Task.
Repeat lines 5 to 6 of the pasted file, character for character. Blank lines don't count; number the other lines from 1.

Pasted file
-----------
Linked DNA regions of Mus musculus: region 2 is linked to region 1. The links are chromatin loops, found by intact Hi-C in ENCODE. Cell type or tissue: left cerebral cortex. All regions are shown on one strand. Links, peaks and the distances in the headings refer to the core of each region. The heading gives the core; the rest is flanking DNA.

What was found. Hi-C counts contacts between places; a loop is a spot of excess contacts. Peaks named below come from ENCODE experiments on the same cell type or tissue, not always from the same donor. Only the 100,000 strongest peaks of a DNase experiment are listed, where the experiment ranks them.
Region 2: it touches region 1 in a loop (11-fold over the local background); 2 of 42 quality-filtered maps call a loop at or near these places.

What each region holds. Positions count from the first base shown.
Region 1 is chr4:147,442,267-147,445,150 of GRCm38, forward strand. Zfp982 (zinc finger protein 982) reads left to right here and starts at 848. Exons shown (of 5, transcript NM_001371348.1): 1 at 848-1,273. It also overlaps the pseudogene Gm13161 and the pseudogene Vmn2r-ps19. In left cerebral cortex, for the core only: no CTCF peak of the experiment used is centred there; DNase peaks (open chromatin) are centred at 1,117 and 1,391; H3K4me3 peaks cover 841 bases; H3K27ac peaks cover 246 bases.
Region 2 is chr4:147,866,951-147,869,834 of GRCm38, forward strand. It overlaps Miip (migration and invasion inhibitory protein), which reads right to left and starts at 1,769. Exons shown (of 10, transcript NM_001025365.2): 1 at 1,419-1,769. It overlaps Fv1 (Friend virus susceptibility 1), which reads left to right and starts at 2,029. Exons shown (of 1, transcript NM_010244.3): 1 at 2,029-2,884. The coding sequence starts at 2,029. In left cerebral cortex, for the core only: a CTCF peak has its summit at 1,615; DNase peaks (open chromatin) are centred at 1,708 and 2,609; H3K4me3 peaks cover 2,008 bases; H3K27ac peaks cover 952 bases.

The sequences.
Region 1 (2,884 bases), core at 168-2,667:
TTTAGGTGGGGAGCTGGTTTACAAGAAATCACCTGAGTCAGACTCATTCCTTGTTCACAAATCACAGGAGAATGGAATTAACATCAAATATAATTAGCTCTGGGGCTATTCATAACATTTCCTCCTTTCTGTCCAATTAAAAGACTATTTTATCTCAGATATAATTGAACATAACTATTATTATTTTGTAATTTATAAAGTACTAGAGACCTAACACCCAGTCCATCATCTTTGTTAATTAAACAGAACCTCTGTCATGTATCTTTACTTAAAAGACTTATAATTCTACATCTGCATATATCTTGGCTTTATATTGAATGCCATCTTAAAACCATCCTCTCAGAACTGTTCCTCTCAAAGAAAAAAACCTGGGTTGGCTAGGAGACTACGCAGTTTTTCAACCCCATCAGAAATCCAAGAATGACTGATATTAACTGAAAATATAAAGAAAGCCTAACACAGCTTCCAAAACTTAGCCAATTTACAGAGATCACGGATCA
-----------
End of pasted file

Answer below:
Region 1 is chr4:147,442,267-147,445,150 of GRCm38, forward strand. Zfp982 (zinc finger protein 982) reads left to right here and starts at 848. Exons shown (of 5, transcript NM_001371348.1): 1 at 848-1,273. It also overlaps the pseudogene Gm13161 and the pseudogene Vmn2r-ps19. In left cerebral cortex, for the core only: no CTCF peak of the experiment used is centred there; DNase peaks (open chromatin) are centred at 1,117 and 1,391; H3K4me3 peaks cover 841 bases; H3K27ac peaks cover 246 bases.
Region 2 is chr4:147,866,951-147,869,834 of GRCm38, forward strand. It overlaps Miip (migration and invasion inhibitory protein), which reads right to left and starts at 1,769. Exons shown (of 10, transcript NM_001025365.2): 1 at 1,419-1,769. It overlaps Fv1 (Friend virus susceptibility 1), which reads left to right and starts at 2,029. Exons shown (of 1, transcript NM_010244.3): 1 at 2,029-2,884. The coding sequence starts at 2,029. In left cerebral cortex, for the core only: a CTCF peak has its summit at 1,615; DNase peaks (open chromatin) are centred at 1,708 and 2,609; H3K4me3 peaks cover 2,008 bases; H3K27ac peaks cover 952 bases.